Baby turtles who couldn't find the sea lead to some unbearable scenes in the final Planet Earth 2

It was hard to accept for a lot of people – knowing that this was the final Sunday night we’d be able to relax in front of Planet Earth 2 – but the fact that we’d be getting an insight into how animals have adapted to life in cities made it slightly easier to stomach.

Of course, not all animals are able to adapt to life in cities, and there were some particularly harrowing scenes showing baby turtles unable to find their way to the sea.

The turtles usually use the moon’s reflection on the sea as a guide, but things are more complicated now given how well lit most places are. Sir David Attenborough informed us that 80% born on this particular beach, in Barbados, become disorientated, and many won’t make it through their first night.

Thankfully, every turtle spotted by the film crew was returned to the sea.

Their plight really affected people, especially because you know humans are the sole reason for it.

Turtles aside, most of what we saw was pretty inspiring.

Take the langur monkeys in India that are truly loved by the humans around them, and are given plenty of food.

Some people associate langurs with the Hindu God Lord Hanuman, so are revered. As a result, langurs in the city are able to have a lot more babies than forest-dwellers.

They’re really looked after.

Elsewhere in India though the scenes weren’t so cute. We were shown a majestic leopard strolling through the streets of Mumbai at night, looking for a meal.

While leopards have attacked almost 200 people in Mumbai over the past 25 years, humans are not their prey.

Piglets are.

What made it harder to watch, other than the squeals, was the fact the older pigs all gave chase.

Although to be fair, there were people walking by who didn’t seem fazed at all. Not even a little bit.

And it certainly makes that old nursery rhyme a little more interesting.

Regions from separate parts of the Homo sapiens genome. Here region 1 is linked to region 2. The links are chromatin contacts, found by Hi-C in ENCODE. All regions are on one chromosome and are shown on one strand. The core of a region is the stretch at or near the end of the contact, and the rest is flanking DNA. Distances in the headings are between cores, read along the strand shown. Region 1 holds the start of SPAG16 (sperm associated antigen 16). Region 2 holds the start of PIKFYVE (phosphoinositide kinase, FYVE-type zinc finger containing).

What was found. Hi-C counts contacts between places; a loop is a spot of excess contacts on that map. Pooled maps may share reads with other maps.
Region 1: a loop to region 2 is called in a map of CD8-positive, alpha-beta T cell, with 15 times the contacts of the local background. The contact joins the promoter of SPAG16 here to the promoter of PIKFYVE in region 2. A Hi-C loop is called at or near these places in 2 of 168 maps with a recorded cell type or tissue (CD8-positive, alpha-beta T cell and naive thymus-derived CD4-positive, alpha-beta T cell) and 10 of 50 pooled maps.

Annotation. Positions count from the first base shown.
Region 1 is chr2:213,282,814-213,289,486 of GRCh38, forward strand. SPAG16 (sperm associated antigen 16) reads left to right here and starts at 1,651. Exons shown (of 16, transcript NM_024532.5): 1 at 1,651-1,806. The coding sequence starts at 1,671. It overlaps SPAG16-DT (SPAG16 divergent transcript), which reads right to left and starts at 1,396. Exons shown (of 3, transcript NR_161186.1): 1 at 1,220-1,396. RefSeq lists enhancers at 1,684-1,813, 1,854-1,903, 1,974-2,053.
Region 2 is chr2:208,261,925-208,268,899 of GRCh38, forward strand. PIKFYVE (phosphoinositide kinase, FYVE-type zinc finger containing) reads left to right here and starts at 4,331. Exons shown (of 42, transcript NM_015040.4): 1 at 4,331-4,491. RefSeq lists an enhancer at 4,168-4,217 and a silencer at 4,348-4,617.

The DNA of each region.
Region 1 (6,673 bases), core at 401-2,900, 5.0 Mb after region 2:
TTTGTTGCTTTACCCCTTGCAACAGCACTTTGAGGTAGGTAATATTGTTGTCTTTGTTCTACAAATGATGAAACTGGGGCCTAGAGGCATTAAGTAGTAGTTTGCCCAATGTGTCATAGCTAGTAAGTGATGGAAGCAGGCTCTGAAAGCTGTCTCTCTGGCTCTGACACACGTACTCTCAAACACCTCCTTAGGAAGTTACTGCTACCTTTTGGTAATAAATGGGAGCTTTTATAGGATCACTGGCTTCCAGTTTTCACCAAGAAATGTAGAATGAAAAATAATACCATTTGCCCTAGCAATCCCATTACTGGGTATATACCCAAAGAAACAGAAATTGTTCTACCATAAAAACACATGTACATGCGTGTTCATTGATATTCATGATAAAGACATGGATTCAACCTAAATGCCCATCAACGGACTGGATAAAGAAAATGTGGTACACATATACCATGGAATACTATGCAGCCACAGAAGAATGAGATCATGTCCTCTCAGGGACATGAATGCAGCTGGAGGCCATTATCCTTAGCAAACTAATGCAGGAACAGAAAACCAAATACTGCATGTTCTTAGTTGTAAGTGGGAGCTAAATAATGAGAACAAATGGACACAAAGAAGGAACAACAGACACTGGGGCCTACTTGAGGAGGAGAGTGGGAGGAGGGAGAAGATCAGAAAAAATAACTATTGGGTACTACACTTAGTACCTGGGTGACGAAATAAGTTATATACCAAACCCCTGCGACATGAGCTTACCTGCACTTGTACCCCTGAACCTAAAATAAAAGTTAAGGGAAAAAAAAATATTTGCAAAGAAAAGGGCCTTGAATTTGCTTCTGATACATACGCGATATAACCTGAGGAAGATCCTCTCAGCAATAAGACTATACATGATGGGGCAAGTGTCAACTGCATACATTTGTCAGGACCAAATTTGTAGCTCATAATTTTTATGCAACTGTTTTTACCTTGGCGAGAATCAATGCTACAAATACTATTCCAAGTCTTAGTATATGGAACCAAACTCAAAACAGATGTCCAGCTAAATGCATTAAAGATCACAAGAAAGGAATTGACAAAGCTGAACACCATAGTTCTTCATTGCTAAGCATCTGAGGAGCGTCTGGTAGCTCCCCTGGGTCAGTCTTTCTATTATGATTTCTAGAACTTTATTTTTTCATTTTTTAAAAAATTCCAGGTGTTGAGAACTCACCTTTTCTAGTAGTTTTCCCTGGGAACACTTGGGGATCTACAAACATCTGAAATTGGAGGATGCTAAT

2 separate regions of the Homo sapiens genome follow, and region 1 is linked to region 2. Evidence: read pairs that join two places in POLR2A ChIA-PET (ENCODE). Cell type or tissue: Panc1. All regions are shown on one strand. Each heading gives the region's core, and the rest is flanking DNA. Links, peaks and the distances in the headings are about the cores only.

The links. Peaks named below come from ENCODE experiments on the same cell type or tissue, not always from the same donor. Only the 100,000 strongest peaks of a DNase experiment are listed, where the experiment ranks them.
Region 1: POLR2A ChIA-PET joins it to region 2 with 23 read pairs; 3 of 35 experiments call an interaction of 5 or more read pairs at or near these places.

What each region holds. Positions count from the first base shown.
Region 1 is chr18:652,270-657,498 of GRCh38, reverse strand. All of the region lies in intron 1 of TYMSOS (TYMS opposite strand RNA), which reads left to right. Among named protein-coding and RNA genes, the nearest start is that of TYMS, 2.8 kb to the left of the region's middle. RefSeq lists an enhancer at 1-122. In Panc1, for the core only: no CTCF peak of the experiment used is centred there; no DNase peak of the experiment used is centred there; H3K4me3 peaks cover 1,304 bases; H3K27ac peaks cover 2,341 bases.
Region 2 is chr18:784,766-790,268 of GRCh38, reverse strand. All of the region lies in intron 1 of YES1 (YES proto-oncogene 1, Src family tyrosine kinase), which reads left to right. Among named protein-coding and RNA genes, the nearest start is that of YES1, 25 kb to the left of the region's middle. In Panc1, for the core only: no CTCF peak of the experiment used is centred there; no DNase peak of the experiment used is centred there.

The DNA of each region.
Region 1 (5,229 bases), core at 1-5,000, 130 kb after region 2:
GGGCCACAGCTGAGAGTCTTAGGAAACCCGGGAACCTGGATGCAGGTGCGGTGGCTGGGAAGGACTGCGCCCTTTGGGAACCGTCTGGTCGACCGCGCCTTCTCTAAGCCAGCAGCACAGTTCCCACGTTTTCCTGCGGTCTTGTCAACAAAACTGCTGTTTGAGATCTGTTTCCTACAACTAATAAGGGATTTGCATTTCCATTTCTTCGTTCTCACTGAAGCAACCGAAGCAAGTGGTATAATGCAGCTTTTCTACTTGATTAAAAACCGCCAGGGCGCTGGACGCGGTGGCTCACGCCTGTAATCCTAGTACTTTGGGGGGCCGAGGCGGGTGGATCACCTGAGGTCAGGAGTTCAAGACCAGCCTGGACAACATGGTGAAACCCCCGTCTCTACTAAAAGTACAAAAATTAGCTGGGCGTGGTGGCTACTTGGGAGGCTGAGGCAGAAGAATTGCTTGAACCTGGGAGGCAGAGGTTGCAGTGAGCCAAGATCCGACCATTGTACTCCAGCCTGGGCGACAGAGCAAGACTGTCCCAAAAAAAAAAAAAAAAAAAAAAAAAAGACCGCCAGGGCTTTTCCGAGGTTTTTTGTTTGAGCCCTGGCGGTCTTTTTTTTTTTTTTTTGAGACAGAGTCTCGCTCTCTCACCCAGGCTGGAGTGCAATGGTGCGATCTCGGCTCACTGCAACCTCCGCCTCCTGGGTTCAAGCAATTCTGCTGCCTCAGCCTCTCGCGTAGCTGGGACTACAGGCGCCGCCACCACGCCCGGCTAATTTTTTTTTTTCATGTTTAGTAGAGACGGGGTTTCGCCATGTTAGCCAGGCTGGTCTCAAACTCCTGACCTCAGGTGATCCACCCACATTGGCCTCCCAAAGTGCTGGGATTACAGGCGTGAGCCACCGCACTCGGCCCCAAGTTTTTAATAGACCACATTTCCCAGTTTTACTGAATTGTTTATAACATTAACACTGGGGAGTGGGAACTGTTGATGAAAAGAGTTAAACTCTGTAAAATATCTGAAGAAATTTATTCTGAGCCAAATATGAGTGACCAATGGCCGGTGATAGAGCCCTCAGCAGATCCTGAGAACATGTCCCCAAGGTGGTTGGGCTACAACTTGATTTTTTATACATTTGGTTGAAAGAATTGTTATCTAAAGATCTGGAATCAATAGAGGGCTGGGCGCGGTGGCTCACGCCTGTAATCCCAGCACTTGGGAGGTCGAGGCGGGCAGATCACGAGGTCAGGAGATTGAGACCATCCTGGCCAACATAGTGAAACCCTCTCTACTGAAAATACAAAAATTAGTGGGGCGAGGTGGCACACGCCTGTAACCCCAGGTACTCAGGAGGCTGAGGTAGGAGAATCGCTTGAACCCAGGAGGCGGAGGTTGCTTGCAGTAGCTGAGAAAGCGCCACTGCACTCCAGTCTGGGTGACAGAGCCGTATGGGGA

Mumbai, probably not where you’d consider a leopard’s natural environment, actually has the highest concentration of leopards in the world.

Other stunning scenes included starlings in Rome, where the birds take advantage of the slightly warmer temperatures as compared to surrounding countryside.

Just don’t ever park your car in Rome in December.

Meanwhile across the planet in Australia, great bower birds spend most of their time collecting man-made objects to impress females.

And if you’ve been keeping up with this series, it’s definitely not the first time we’ve seen some odd behaviour from a bird trying to impress.

Although we do not recommend borrowing the bower’s methods.

Raccoons, who swap treetops for rooftops in Toronto at winter and keep their offspring warm in chimneys, were another star of the show.

They’re also very intelligent. The urban raccoons have been shown to be better at problem solving than their country-dwelling cousins.

But mostly they’re really cute.

Another city-dweller shown as highly intelligent was the rhesus macaque monkeys in Jaipur, who commute every morning to get fruit – and other necessities.

They’d literally just drop down from rooftops, steal a bunch of stuff, and disappear again.

It certainly put things in perspective for some people.

Spotted hyenas in Harar, Ethiopia, one of the planet’s most vilified species, were shown to have a different side.

Two packs fought over access to the city where they headed straight for the ancient meat market. And while for a moment, upon their arrival, things didn’t look good for the butchers, it turns out they’re well acquainted.

The butchers put out bones they don’t need and hyenas eat them.

People even use special calls to lure the hyenas towards them, before feeding them by hand. There’s a belief that the hyenas also eat the bad spirits that roam the streets.

But these are just the tiny few species that have adapted well to cities. The majority have not.

There was hope though, and Singapore was shown as a symbol of it.

For real, they actually built that. And now Singapore is richer in species than any other city in the world, after planting two million trees in 45 years.

Sir David left us this message before saying goodbye.

Let’s do what the man says…

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